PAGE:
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UA 362/91 - India: death penalty: Raj Gopal Nayyar

, N° d'index: ASA 20/045/1991

EXTERNAL (for general distribution) AI Index: ASA 20/45/91
Distr: UA/SC
UA 362/91 Death Penalty 30 October 1991
INDIA: Raj Gopal NAYYAR
Amnesty International is concerned that Raj Gopal Nayyar faces imminent
execution following the Supreme Court's rejection on 29 October 1991 of his
wife's petition for commutation. In the petition his wife claimed that the
death sentence was "a barbaric and inhuman punishment". Raj Gopal Nayyar was
sentenced to death for killing his father and two step-brothers. The murders
took place in the state of Jammu and Kashmir, although the exact date and place
are unknown.
Raj Gopal Nayyar previously escaped death on 23 October 1991 when the
hangman fainted as he was about to carry out his first execution. Nayyar's
execution was rescheduled for 26 October but it was delayed pending the outcome
of the Supreme Court petition.
The High Court had earlier dismissed a petition filed by his wife asking
for the death sentence to be commuted to life imprisonment because his hanging
had been delayed too long. The Supreme Court rejected his appeal and his wife's
petition on 29 October. The President Ramaswamy Venkataraman also turned down
a mercy petition seeking Presidential clemency.
BACKGROUND INFORMATION
The Indian Constitution protects the right to life. Yet on average over a dozen
executions are carried out in India every year for criminal offenses. Most
of those executed are poor and illiterate.
The death penalty is usually carried out by hanging from the neck until
dead. An attempt to challenge this method of execution failed before the Supreme
Court, which stated in a 1983 judgement that hanging did not involve torture,
barbarity, humiliation or degradation. Amnesty International believes it
involves all these.
Although India's higher courts have ruled that the death penalty can
only be applied in the "rarest of rare" cases, the number of offenses carrying
the death penalty has been extended in recent years. In 1984, several judges
of the Supreme Court ruled that a death sentence, if not carried out for more
than two years, should be automatically commuted to life imprisonment. Other
Supreme Court judges, however, have ruled that no specific time limit could
be set for converting a sentence of death into life imprisonment on grounds
of delay in execution.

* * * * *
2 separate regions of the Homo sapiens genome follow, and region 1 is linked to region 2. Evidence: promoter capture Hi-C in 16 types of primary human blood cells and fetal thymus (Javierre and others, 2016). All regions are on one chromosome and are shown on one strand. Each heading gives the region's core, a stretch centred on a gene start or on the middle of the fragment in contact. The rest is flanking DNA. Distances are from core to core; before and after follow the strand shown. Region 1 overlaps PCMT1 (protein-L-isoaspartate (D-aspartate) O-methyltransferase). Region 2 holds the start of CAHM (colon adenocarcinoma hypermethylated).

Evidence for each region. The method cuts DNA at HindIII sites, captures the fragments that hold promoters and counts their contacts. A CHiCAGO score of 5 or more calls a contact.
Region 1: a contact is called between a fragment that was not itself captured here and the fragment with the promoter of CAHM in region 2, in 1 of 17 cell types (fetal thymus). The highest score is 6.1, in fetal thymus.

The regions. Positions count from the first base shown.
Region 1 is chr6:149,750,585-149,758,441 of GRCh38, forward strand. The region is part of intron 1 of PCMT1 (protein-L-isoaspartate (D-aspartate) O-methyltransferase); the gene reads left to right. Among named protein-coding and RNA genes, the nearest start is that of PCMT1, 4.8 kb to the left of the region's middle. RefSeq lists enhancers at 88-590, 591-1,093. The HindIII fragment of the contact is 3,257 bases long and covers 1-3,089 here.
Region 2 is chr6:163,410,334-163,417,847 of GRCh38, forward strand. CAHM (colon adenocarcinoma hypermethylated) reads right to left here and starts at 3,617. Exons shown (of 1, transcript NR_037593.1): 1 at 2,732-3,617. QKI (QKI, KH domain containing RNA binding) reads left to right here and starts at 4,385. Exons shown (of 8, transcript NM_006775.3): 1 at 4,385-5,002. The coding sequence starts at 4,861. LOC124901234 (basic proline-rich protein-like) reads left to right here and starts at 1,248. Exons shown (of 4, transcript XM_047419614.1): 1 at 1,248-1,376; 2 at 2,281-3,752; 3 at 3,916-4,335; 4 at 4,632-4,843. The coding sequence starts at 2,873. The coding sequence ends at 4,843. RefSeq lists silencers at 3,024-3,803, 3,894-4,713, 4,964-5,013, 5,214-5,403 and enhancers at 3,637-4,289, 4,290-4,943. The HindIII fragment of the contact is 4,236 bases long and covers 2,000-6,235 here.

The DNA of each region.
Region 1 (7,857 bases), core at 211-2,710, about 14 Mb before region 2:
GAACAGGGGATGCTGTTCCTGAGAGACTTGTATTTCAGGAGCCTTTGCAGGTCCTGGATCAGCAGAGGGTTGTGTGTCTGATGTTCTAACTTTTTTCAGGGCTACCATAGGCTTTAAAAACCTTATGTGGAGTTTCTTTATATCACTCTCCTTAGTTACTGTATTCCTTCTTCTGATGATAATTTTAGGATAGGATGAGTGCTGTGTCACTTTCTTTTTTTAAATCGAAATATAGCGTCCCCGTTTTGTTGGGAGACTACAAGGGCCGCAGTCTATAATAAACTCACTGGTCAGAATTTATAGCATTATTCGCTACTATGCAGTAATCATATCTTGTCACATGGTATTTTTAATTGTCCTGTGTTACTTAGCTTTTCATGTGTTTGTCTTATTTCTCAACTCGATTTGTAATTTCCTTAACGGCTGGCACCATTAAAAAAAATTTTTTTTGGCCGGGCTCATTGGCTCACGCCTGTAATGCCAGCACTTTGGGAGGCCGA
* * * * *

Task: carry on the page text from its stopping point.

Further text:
There have been reports in the press that the government is considering
extending the death penalty to persons convicted of kidnapping.
Page 2 of UA 362/91
RECOMMENDED ACTION: Telegrams/telexes/airmail letters:
- explaining that Amnesty International opposes the death penalty on the
grounds that it violates the right to life and the right not to be subjected
to cruel, inhuman or degrading treatment or punishment;
- urging that the death sentence of Raj Gopal Nayyar be commuted to life
imprisonment;
- pointing out that the last minute postponement of the earlier scheduled
execution adds a further element of cruelty to the punishment;
- expressing unconditional opposition to the death penalty as a violation of
the right to life and the right not to be subjected to cruel,inhuman and degrading
treatment or punishment as proclaimed in the Universal Declaration of Human
Rights.
APPEALS TO
1) His Excellency Dear President
President Ramaswamy Venkataraman
Office of the President
Rashtrapati Bhavan
New Delhi 110 004, India
Telegrams: President Venkataraman, New Delhi, India
Telexes: 31 66427 RBND IN
2) His Excellency Dear Governor
Mr Girish Saxena
Governor of Jammu and Kashmir
Srinagar
Jammu and Kashmir
INDIA
Telegrams: Governor Jammu and Kashmir, Srinagar, India
3) Mr M. M. Jacob Dear Minister
Minister of State for Home Affairs
Ministry of Home Affairs
North block
New Delhi 110 001
INDIA
Telegrams: Home Affairs Minister Jacob, New Delhi, India
Telexes: 3161879 FRGN IN ) via Ministry of
3161880 FRGN IN ) Foreign Affairs
COPIES TO: diplomatic representatives of India in your country
PLEASE SEND APPEALS IMMEDIATELY. Check with the International Secretariat
or your section office, if sending appeals after 11 December 1991.

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